Most states require day-care centers to comply with minimum health and safety standards, so your first step is to find out if the facility you’re considering is state-approved. In New York State, for instance, freestanding child-care centers must be licensed, while those that operate out of a home must be registered. If you opt for an in-home caregiver who looks after one or two kids, many states exempt these individuals from registration or licensing. However, some states do require in-home caregivers to complete a criminal-history check or child abuse/neglect screening; others require basic health and safety training. For more information, visit www.childcareaware.org.
  2. Is the environment safe, both indoors and out?
    Always take a tour of the facility when children are there to look for potential hazards, like heavy objects that kids could pull down on top of themselves. “It’s great to get references, but there’s really no substitute for your own observations,” says Skinner. “You learn so much more when you spend time in a center and observe.” Pay particular attention to the playground and other outside areas, which is where most day-care injuries occur. Make sure that kids are never left unattended — even if they’re sleeping. Also ask about the staff-to-child ratio. The younger your child is, the lower the ratio should be. For instance, one family-home caregiver should take care of only two infants. But 4-year-olds do well with a ratio of 1-to-10 (one adult for 10 children).
  3. Does the staff follow proper infection-control procedures?
    Do staffers wash their hands after each diaper change? Is the food-preparation area clean and orderly? How often are the communal toys disinfected? (Toys should be disinfected on a daily basis or more often if they’re visibly soiled.) You should also ask if children wash their hands before eating and after using the bathroom, since kids are exposed to most germs by touching surfaces and then putting their fingers in their mouths. Ask caregivers all these questions, but also observe to see if the staff is really doing what they say they do.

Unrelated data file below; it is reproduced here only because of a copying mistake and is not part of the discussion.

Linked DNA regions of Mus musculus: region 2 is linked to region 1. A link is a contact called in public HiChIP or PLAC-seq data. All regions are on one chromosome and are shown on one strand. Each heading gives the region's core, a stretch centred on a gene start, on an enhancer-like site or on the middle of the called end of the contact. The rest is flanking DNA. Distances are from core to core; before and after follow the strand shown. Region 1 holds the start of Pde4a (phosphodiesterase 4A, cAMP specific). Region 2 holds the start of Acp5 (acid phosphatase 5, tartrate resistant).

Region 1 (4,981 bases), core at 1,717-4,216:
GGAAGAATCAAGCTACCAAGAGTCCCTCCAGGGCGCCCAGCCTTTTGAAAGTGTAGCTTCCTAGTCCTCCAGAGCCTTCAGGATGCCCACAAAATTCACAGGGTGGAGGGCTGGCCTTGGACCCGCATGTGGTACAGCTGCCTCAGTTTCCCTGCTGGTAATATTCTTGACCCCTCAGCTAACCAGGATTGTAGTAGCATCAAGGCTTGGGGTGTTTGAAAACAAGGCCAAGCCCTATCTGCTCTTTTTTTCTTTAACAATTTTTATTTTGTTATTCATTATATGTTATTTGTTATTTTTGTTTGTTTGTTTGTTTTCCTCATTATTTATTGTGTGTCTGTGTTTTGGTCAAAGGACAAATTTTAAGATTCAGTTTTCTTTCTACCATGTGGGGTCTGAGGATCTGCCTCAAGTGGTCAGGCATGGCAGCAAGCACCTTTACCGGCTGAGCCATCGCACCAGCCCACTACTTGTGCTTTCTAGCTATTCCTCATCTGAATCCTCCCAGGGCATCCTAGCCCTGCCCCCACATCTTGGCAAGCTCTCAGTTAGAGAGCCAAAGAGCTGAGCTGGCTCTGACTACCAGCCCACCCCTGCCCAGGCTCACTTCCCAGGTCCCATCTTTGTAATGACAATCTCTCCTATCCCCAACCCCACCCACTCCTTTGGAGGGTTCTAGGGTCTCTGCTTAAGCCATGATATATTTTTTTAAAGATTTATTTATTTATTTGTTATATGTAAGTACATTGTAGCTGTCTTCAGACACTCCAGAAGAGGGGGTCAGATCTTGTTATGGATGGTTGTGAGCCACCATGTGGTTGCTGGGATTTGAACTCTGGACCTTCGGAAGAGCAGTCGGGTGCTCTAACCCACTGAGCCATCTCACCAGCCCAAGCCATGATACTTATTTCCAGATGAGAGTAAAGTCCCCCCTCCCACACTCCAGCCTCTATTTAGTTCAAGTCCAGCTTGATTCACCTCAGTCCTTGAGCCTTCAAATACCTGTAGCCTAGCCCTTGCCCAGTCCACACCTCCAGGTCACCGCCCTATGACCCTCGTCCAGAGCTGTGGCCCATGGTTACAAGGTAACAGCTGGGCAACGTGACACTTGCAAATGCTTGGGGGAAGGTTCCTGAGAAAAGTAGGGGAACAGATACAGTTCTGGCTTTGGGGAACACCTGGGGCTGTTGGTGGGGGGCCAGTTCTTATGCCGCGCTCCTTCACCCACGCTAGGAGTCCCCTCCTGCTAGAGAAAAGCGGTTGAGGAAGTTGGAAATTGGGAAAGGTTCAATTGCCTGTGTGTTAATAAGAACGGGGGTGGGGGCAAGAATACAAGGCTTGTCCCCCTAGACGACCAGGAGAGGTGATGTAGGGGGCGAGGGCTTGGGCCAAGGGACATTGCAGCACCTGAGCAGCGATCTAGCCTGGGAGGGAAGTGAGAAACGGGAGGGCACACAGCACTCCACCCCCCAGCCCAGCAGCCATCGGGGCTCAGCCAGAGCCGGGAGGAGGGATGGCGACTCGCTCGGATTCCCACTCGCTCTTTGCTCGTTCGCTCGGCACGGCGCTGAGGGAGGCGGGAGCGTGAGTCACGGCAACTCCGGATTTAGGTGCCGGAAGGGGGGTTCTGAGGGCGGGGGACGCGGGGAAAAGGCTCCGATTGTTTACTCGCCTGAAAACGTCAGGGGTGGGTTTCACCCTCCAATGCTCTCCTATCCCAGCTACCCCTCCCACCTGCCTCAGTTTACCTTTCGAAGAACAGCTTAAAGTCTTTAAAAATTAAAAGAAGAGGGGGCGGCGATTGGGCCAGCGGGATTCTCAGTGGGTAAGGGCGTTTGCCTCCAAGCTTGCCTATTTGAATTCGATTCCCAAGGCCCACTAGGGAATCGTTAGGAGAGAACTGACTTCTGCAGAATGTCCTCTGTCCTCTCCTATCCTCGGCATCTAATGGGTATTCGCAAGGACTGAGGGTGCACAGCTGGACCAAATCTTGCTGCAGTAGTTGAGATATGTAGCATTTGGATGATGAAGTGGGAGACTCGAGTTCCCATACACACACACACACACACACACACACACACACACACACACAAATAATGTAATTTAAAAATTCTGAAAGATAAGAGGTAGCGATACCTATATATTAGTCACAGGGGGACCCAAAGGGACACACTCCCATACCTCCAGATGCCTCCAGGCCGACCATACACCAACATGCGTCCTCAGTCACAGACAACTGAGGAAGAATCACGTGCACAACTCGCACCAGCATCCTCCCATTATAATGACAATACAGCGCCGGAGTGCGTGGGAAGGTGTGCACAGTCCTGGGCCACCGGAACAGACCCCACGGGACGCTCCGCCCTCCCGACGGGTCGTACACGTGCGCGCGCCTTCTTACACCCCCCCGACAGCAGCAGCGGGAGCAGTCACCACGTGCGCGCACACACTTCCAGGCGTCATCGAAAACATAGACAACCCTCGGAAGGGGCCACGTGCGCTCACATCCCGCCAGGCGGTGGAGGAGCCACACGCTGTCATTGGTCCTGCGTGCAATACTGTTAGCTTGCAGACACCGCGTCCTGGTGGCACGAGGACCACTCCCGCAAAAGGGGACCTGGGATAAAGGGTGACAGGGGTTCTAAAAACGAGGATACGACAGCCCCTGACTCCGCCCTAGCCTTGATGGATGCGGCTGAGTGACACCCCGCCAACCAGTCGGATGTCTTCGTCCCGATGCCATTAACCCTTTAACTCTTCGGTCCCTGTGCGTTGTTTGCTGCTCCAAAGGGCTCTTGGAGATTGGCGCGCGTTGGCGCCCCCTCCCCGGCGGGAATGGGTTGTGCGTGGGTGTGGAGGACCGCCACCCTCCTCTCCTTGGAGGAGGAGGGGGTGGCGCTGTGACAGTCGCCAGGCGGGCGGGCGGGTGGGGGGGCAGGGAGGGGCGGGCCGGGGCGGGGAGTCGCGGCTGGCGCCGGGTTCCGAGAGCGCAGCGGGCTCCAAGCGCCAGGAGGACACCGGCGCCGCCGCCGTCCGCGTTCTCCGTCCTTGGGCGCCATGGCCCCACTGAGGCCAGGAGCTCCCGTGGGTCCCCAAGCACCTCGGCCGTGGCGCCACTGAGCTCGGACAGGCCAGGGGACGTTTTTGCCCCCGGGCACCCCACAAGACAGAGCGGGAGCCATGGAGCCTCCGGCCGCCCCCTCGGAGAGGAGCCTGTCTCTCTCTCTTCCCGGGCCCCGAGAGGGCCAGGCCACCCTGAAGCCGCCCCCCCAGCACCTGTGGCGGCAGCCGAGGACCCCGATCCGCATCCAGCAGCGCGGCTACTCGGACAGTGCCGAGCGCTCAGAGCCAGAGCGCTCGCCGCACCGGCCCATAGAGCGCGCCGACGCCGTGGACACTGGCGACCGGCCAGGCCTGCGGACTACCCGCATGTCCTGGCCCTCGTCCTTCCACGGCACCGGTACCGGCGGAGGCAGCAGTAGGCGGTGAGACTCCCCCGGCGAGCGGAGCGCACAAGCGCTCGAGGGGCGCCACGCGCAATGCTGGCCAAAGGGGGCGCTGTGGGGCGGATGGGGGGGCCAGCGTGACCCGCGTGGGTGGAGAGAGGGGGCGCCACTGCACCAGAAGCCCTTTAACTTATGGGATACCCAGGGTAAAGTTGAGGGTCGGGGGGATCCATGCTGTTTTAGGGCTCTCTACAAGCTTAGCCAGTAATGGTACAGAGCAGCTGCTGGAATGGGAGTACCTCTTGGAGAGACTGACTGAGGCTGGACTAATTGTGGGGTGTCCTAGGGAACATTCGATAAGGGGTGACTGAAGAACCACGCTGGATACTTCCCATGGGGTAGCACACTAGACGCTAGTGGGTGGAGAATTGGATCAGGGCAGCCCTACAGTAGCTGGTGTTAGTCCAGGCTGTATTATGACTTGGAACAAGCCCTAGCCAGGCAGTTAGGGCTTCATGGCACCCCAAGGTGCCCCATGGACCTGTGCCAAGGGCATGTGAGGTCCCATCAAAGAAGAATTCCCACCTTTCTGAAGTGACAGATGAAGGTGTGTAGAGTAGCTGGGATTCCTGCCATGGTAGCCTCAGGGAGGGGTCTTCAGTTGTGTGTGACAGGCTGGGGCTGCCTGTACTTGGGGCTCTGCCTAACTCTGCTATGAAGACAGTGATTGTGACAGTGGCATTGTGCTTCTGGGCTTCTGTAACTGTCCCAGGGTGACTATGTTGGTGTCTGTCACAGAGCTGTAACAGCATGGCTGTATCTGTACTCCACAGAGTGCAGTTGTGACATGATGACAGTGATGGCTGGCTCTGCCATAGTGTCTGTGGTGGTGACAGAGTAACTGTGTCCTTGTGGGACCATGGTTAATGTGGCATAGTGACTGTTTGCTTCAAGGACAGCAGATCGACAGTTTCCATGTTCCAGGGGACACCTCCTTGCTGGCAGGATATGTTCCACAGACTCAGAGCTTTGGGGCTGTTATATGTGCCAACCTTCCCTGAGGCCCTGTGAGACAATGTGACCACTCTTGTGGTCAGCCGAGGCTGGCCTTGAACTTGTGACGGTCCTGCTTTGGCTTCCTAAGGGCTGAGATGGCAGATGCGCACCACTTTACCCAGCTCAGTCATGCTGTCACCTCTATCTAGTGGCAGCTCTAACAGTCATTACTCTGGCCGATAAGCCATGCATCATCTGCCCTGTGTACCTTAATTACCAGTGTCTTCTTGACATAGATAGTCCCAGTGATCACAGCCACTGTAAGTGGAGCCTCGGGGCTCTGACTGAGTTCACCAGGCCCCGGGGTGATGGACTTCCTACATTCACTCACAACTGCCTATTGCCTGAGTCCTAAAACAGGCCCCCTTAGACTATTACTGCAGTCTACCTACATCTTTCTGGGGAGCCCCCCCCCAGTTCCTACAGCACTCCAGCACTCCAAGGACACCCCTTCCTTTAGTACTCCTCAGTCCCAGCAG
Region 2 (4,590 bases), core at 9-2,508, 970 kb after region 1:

4. What are the policies regarding sick children?
    Child-care providers should have specific criteria outlining when to send a sick child home, and it’s good to know the particulars so you can decide what requirements are important to you. Many centers follow national health and safety guidelines developed by the American Academy of Pediatrics and the American Public Health Association (APHA), but some are more stringent.An example: AAP/APHA guidelines state that a child with a fever (defined as an oral temperature above 101 F, a rectal temperature above 102 F or an armpit temperature above 100 F) who is otherwise acting normally shouldn’t be excluded from child care. However, many centers use fever alone as a reason to send a child home. “The providers can set their own exclusion criteria, and some of them are more restrictive than the guidelines,” says Jean Wiseman, a registered nurse and child-care health consultant at the Capital District Child Care Council. “That’s partly because they’ve seen what can happen when an illness that’s not treated properly runs through every child in the program and all the staff too.” So if you worry that a day-care center’s stringent rules may one day exclude your child from care when you need it most, it’s likely in everyone’s best interest that sick kids don’t mix with healthy ones.

What to Do if Your Child Is Sick

It’s the scenario every working mother dreads: Your 3-year-old wakes up coughing, sneezing and clearly out of sorts; your husband is out of town on business; you’re due at the office in three hours for an important meeting. When your little one is too sick to go to his regular day care — but not sick enough to for you to justify rescheduling your meeting and using up yet another dwindling vacation day, you may have more options than you realize. Some hospital child-care facilities operate day-care programs for mildly ill children that are open to everyone in the community. In addition, some freestanding child-care centers offer separate infirmaries for sick kids. For more information about child-care options for sick children, visit the National Association for Sick Child Daycare